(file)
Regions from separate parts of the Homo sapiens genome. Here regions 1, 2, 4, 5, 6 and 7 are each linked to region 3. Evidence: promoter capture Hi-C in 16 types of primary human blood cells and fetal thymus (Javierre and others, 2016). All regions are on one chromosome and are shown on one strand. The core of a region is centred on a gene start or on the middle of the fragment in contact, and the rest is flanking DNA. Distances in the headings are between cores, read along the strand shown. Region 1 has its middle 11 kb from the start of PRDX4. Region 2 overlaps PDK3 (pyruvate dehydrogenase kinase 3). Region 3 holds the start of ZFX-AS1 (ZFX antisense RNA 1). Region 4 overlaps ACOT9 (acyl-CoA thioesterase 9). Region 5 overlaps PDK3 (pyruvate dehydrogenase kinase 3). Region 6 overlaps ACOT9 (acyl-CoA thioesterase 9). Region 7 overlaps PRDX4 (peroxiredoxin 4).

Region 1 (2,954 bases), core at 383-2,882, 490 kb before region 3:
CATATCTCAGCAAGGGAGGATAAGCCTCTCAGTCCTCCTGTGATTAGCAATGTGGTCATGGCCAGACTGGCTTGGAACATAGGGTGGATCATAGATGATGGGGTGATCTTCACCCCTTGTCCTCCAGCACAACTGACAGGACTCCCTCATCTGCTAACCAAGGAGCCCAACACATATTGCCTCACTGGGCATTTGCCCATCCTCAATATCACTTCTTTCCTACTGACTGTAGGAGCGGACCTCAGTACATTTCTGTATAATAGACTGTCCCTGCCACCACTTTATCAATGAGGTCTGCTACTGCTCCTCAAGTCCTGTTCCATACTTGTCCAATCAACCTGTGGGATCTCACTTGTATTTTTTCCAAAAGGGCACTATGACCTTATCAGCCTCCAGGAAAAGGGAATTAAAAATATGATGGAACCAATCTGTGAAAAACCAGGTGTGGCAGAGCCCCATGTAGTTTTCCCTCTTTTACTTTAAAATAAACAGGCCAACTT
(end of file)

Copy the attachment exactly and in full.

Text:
Regions from separate parts of the Homo sapiens genome. Here regions 1, 2, 4, 5, 6 and 7 are each linked to region 3. Evidence: promoter capture Hi-C in 16 types of primary human blood cells and fetal thymus (Javierre and others, 2016). All regions are on one chromosome and are shown on one strand. The core of a region is centred on a gene start or on the middle of the fragment in contact, and the rest is flanking DNA. Distances in the headings are between cores, read along the strand shown. Region 1 has its middle 11 kb from the start of PRDX4. Region 2 overlaps PDK3 (pyruvate dehydrogenase kinase 3). Region 3 holds the start of ZFX-AS1 (ZFX antisense RNA 1). Region 4 overlaps ACOT9 (acyl-CoA thioesterase 9). Region 5 overlaps PDK3 (pyruvate dehydrogenase kinase 3). Region 6 overlaps ACOT9 (acyl-CoA thioesterase 9). Region 7 overlaps PRDX4 (peroxiredoxin 4).

Region 1 (2,954 bases), core at 383-2,882, 490 kb before region 3:
CATATCTCAGCAAGGGAGGATAAGCCTCTCAGTCCTCCTGTGATTAGCAATGTGGTCATGGCCAGACTGGCTTGGAACATAGGGTGGATCATAGATGATGGGGTGATCTTCACCCCTTGTCCTCCAGCACAACTGACAGGACTCCCTCATCTGCTAACCAAGGAGCCCAACACATATTGCCTCACTGGGCATTTGCCCATCCTCAATATCACTTCTTTCCTACTGACTGTAGGAGCGGACCTCAGTACATTTCTGTATAATAGACTGTCCCTGCCACCACTTTATCAATGAGGTCTGCTACTGCTCCTCAAGTCCTGTTCCATACTTGTCCAATCAACCTGTGGGATCTCACTTGTATTTTTTCCAAAAGGGCACTATGACCTTATCAGCCTCCAGGAAAAGGGAATTAAAAATATGATGGAACCAATCTGTGAAAAACCAGGTGTGGCAGAGCCCCATGTAGTTTTCCCTCTTTTACTTTAAAATAAACAGGCCAACTT